Brown pleaded no contest June 12 in the Bellefontaine Municipal Court to two counts of failure to comply, both second-degree misdemeanors. Brown was sentenced to 20 days jail and fined $450 for each charge. The judge suspended the sentence conditionally, giving Brown until Dec. 12 to prove to the court that his BWC policy had been reinstated.

The policy for Bolts Carriers LLC had been lapsed since September 2015. Prior to sentencing, Brown paid approximately $1,900 toward his balance of more than $55,000.

Howard McIntosh, dba Custom Canvas, Lapsed Coverage, Lakeview, Ohio
McIntosh pleaded no contest June 12 in the Bellefontaine Municipal Court to three counts of failure to comply, all second-degree misdemeanors. McIntosh was sentenced to 30 days jail and fined $450 for each charge. The judge suspended the  sentence conditionally, giving McIntosh until Sept. 1 to prove to the court his BWC policy had been reinstated. One week prior to his court appearance, McIntosh remitted a $1,000 payment toward his BWC balance of more than $23,000.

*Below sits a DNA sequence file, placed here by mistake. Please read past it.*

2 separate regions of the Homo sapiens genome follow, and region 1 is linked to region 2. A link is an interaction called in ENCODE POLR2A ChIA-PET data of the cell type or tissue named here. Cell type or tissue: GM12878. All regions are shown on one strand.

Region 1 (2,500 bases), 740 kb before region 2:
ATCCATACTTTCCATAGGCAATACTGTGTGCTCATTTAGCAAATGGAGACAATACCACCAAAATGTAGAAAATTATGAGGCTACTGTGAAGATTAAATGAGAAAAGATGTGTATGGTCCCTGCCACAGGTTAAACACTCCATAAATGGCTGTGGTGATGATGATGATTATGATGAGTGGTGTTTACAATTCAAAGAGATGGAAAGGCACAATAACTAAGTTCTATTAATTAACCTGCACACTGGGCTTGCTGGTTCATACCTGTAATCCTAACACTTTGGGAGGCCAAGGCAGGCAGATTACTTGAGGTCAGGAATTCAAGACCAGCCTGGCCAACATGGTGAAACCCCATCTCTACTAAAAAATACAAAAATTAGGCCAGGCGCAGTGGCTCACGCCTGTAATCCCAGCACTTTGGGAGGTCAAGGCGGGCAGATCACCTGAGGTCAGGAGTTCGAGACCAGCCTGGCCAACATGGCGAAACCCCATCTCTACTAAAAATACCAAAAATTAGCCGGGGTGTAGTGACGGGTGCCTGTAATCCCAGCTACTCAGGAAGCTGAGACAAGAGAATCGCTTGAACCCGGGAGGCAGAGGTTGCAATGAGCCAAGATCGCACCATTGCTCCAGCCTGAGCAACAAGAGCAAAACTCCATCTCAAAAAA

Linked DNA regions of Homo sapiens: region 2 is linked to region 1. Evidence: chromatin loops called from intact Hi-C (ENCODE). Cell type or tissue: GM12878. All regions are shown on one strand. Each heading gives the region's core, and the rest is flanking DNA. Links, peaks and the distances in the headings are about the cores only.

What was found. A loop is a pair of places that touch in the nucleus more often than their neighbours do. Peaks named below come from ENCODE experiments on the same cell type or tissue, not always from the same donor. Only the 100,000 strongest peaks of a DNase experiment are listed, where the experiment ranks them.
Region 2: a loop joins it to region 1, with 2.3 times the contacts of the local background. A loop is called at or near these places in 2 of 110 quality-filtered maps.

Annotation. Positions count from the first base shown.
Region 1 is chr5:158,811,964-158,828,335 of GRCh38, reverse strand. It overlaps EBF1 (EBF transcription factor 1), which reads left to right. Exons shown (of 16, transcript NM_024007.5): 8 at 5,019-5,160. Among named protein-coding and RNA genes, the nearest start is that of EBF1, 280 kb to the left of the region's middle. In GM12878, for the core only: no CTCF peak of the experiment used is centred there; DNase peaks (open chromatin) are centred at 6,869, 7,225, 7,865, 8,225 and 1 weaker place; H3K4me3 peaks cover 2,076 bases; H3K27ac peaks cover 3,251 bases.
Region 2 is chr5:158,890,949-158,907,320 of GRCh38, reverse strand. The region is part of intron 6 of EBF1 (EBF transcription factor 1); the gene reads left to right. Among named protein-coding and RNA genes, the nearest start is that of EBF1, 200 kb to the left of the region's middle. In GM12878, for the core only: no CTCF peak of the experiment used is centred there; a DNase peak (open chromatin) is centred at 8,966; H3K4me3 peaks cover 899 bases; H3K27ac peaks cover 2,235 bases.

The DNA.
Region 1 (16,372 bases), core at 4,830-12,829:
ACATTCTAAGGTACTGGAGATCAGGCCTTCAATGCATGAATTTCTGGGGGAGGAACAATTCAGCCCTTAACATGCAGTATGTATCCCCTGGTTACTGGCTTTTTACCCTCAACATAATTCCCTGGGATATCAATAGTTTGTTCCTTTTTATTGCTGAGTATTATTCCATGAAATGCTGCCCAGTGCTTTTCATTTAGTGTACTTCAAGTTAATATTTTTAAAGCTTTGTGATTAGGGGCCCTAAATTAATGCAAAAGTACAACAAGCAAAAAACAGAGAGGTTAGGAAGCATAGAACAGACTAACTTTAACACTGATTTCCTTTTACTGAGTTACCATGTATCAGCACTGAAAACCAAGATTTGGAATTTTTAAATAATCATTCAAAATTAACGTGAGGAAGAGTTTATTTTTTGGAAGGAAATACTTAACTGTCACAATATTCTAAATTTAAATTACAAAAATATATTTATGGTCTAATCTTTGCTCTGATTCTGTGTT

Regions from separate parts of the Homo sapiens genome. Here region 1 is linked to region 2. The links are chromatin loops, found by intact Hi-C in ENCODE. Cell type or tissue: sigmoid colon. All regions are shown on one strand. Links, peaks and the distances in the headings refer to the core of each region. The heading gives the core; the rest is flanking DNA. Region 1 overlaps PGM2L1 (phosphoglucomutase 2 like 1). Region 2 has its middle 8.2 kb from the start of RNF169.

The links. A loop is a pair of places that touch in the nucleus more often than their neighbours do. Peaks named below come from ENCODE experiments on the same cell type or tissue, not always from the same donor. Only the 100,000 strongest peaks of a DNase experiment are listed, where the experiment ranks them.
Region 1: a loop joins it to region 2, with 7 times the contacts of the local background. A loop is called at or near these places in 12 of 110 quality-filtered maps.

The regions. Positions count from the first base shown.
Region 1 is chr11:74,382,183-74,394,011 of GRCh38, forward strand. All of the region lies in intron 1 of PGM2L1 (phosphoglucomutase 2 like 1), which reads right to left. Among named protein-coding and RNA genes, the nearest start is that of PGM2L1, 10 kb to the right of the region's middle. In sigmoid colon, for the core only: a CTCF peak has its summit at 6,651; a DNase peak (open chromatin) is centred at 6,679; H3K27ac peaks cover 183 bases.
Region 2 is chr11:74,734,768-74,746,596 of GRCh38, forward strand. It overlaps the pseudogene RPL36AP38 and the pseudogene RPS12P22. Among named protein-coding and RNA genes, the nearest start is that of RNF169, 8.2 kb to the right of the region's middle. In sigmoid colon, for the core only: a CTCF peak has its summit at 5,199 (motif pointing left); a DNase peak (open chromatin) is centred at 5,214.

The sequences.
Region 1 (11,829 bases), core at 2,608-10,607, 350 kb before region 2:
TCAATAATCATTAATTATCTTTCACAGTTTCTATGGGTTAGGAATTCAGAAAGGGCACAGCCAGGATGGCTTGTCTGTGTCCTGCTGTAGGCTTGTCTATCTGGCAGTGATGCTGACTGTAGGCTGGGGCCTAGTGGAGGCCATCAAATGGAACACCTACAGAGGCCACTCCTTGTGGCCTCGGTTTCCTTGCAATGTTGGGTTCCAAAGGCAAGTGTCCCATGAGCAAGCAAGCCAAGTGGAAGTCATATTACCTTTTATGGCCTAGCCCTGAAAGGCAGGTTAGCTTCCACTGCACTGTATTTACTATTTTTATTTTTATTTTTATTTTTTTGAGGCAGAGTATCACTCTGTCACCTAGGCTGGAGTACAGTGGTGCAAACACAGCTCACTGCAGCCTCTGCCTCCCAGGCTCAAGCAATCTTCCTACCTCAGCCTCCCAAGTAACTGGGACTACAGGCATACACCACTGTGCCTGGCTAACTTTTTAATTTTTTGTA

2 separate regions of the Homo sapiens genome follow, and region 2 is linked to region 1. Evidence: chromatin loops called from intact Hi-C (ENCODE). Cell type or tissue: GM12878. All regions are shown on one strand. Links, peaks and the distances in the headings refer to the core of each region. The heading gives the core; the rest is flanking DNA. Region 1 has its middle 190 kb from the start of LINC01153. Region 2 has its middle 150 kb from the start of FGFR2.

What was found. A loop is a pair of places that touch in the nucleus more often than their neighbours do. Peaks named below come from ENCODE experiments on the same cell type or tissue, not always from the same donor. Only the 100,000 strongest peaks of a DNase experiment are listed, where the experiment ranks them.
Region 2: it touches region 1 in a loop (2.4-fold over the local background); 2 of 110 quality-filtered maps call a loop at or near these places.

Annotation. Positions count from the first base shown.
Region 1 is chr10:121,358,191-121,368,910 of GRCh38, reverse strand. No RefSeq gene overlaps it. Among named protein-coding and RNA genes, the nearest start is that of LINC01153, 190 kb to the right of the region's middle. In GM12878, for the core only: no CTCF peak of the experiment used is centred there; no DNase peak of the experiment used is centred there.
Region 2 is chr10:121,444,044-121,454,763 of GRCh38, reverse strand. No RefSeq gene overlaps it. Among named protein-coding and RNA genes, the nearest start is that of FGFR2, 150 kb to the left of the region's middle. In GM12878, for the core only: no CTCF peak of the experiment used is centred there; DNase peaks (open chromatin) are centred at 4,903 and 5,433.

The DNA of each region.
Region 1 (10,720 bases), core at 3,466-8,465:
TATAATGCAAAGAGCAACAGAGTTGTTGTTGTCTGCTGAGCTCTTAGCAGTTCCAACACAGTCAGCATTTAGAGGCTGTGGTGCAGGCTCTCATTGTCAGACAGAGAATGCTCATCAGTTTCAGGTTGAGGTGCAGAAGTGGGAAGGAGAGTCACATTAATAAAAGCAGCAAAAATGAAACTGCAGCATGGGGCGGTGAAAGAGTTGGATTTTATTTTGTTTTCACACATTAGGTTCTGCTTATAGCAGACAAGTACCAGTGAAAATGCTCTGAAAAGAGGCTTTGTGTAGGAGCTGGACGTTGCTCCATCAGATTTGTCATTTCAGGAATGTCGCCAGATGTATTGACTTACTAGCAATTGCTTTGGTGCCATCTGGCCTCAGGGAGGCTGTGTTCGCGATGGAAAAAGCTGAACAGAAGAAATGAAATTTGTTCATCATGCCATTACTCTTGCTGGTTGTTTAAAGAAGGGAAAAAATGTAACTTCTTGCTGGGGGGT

Stephen Frair, dba Frair Ltd, Lapsed Coverage, Columbus, Ohio
Frair pleaded guilty June 5 in Franklin County Municipal Court to two counts of failure to comply, both second-degree misdemeanors, after letting his policy lapse in July 2015. Frair told BWC he closed his business Nov. 1, 2017. A judge fined him $165.

To report suspected workers’ compensation fraud, call 1-800-644-6292 or visit bwc.ohio.gov.

SCBA fit testing – Ensuring firefighters’ safety equipment is actually safe

By David Meronk, BWC Industrial Safety Consultant Specialist

Firefighting techniques and equipment used to fight fires have evolved over the years, along with the equipment that protects firefighters from harm.

The self-contained breathing apparatus (SCBA) plays a big role in protecting the health of firefighters. Knowing is understanding and fire departments are slowly beginning to grasp the real difference safety gear – and its proper use – can make in protecting firefighters from cancer and other ailments.

This increased awareness comes as Ohio now allows presumptive cancer workers’ compensation claims for those who have or may become ill due to specific forms of cancer while performing official duties as a firefighter.

As a safety consultant for BWC’s Division of Safety & Hygiene, I routinely visit fire stations to review and make recommendations on improving safety to protect our first responders. I often advise on use and care of SCBAs, air cascade air fill stations and firefighting turnout gear.